Livestock disease detection could be radically transformed with the use of a small electronic device called a telemetric bolus. The tubular unit, which is 120 grams and 7.5 centimetres long, is designed to sit in the rumen, the major digestive organ of cattle. It can tell farmers what’s happening deep inside their animals.
University of Guelph researchers Brian McBride and Ousama Alzahal, Animal and Poultry Science, worked alongside veterinarians, engineers and mathematicians to develop the tool, which can detect common illnesses even before clinical symptoms appear.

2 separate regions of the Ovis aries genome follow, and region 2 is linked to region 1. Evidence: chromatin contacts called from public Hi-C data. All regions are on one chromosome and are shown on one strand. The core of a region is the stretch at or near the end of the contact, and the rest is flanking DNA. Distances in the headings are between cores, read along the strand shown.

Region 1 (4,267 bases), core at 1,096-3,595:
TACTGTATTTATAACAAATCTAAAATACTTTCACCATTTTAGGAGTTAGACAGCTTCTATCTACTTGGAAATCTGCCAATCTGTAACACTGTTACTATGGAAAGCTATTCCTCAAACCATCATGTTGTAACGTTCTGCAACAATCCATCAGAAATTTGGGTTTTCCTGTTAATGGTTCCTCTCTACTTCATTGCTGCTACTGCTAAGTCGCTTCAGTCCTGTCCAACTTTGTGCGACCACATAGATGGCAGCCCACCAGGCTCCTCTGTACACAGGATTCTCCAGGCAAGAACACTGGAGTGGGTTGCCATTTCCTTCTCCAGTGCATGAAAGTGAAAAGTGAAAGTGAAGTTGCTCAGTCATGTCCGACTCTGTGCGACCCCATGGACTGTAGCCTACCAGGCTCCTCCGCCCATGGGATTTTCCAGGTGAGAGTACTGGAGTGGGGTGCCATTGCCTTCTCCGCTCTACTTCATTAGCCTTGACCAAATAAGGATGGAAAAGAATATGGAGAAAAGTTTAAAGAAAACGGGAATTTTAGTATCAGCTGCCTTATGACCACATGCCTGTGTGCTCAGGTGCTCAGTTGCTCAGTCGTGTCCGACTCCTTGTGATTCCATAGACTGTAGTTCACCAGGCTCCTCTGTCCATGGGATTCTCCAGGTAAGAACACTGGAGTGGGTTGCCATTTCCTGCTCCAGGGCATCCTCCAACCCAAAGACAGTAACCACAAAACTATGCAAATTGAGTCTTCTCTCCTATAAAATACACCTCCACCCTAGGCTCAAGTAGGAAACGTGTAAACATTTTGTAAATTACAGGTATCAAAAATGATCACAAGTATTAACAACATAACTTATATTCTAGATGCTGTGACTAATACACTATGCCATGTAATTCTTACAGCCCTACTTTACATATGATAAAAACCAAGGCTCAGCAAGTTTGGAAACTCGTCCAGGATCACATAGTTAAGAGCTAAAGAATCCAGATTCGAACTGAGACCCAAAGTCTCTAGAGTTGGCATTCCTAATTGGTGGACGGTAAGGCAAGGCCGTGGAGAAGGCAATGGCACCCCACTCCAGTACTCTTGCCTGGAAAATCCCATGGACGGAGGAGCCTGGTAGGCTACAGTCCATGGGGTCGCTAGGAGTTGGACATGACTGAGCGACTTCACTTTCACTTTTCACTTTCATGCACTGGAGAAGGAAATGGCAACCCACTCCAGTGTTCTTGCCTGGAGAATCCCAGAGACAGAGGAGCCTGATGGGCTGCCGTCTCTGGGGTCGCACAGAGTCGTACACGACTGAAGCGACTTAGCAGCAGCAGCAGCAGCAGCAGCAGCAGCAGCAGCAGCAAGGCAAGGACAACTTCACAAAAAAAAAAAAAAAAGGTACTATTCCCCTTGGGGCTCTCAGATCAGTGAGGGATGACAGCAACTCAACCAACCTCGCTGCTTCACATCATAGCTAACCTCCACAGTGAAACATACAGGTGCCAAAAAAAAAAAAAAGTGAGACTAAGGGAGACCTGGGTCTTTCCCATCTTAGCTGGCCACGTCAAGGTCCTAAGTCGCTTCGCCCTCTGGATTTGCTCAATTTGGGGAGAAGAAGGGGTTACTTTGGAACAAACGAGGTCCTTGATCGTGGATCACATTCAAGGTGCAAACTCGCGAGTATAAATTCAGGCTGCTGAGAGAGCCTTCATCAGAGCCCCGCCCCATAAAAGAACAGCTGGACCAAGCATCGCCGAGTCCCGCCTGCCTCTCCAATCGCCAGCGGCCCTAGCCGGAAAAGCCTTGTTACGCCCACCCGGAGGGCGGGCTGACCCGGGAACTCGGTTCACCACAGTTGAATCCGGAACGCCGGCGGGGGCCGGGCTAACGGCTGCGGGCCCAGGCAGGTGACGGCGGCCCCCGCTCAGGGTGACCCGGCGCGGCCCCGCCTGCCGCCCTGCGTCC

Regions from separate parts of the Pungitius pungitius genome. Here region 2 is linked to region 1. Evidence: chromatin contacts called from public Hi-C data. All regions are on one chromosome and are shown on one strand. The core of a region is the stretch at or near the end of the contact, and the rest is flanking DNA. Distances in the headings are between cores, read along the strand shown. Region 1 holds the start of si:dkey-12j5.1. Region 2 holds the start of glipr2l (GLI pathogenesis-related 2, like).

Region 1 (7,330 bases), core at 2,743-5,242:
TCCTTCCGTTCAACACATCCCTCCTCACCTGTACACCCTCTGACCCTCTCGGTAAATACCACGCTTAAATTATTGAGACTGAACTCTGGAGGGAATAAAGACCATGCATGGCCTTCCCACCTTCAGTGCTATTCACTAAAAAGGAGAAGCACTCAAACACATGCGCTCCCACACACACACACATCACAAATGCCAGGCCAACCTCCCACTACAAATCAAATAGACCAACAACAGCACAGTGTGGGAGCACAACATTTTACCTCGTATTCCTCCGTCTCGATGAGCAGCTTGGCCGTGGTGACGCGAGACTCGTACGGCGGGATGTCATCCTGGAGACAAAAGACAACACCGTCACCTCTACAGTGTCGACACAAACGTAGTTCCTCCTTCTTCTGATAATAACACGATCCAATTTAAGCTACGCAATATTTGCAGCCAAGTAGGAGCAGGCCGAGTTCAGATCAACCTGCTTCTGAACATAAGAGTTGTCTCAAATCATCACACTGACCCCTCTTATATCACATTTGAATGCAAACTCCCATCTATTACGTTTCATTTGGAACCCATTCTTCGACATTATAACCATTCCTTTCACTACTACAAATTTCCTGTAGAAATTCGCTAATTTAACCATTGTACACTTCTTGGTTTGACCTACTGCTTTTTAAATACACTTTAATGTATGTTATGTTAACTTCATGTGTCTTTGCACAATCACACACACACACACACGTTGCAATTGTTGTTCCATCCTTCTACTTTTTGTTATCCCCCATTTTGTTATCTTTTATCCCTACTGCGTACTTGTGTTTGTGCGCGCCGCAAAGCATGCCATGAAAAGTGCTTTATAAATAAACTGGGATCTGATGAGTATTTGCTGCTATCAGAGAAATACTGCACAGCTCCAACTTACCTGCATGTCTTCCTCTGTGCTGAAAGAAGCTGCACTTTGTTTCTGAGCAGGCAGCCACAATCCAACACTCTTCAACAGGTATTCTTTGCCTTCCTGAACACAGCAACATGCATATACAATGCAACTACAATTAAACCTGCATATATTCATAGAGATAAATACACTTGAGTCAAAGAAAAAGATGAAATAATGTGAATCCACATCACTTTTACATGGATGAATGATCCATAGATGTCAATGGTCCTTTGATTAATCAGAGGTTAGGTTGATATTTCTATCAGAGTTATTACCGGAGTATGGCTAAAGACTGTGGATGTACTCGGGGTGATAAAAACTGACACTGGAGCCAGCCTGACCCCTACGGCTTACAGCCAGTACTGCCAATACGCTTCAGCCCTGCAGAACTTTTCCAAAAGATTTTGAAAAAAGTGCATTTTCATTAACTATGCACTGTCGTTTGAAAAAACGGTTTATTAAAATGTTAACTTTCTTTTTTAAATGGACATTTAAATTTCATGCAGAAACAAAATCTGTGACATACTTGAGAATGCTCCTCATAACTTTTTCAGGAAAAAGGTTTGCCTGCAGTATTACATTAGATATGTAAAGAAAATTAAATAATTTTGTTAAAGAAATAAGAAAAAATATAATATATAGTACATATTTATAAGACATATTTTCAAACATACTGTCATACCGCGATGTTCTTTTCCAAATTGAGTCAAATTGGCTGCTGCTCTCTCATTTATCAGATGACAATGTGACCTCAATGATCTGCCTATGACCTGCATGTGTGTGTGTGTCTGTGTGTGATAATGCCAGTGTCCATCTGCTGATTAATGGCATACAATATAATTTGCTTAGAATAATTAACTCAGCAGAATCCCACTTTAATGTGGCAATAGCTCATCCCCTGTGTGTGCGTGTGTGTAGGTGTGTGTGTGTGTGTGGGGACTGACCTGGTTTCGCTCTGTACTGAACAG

The telemetric bolus records cattle temperature readings using a tiny radio transmitter. Readings are eventually transmitted to a farmer’s computer.
In the video here, SPARK’s Natalie Osborne talks with the researchers about their groundbreaking study. To learn more, view the video which appears on farms.com as part of the University of Guelph and OMAFRA partnership.